Take a step back. No, I mean way back… like out to the sidewalk.
To really understand how your users see your site, you may need to let down your defenses and be willing to take some constructive criticism.
I know – you spent like forever on those product descriptions. And nobody’s asking you to rewrite them. But it may be helpful to look up from what you’re doing and ask why you’re doing it.
Content strategy builds a dialogue about the values we hold close. Several notches down the ladder, you may find someone who bought a Volvo because they value safety. And they’re not alone; many people do. But if you sell Volvos, it’s important to realize that you’re going to reach a lot more customers by teaching them about safety than if you simply talk about cars. In the digital age, where knowledge is instant, customers are no longer satisfied with a sales pitch; you must demonstrate the advantages of your product or service and let them make their own informed decisions.
Gorin Mirkovic, a marketing professional with AltusHost, puts it like this: “The general idea of content marketing is to produce additional value for your products and services.” Describing how a house was built, he says, won’t get you any new leads or paying customers. But sharing stories about how customers found happiness and new value in their home because of your building expertise most certainly will.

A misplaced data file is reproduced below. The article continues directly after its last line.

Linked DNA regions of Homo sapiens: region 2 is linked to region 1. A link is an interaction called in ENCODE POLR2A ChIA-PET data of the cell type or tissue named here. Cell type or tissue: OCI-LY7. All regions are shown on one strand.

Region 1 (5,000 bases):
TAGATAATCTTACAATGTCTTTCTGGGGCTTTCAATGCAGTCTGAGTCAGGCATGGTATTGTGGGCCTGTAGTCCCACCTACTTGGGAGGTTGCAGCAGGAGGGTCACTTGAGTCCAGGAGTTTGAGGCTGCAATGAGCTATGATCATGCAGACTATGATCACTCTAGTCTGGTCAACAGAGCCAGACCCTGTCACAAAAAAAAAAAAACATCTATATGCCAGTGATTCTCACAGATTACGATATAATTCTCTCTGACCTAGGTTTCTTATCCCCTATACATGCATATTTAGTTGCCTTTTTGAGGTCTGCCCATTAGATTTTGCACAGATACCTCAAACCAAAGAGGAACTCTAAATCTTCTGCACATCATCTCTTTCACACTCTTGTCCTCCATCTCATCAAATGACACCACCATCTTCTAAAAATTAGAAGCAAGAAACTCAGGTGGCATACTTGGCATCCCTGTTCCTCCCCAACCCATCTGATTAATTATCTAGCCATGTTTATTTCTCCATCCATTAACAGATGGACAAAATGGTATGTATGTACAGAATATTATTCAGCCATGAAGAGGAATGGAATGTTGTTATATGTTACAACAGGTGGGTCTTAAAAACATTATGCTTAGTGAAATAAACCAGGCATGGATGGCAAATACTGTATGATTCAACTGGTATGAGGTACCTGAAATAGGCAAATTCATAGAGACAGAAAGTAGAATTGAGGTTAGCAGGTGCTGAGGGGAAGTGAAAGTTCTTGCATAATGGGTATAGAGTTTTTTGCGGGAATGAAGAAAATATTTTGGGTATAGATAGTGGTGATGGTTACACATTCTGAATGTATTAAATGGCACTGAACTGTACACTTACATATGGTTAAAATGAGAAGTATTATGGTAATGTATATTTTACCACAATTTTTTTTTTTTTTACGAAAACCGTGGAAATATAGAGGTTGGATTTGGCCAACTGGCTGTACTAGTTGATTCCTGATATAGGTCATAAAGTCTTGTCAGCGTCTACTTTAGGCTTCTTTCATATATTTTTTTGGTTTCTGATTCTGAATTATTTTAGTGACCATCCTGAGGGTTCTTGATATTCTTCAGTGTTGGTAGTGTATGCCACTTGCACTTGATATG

In my work as a communications strategist, I’ll ask business owners to draw a line between their products and the values or image they evoke. I like to do this because it opens a door and generally fuels great dialogue. In turn, by seeing these commodities through the eyes of their customers, entrepreneurs can usually identify places where these values intersect, yielding new touchpoints with the customer that generally make their websites much more interesting. It also lifts the lid on how they go about reaching their customers. Suddenly, they’ve got lots of subject matter experts – a customer base that speaks from experience to their spheres of influence – which will always be a farther reach than the business owner could have gained through paid channels. Then I begin to plot the best spokesmen and women to tell these stories and the trending topics that will maximize the company’s exposure. Finding those synergies is foundational to any marketing campaign.
So the next time you find yourself up late, crossing off all the words you’ve already used to describe outerwear, try portraying style and comfort and man vs nature instead.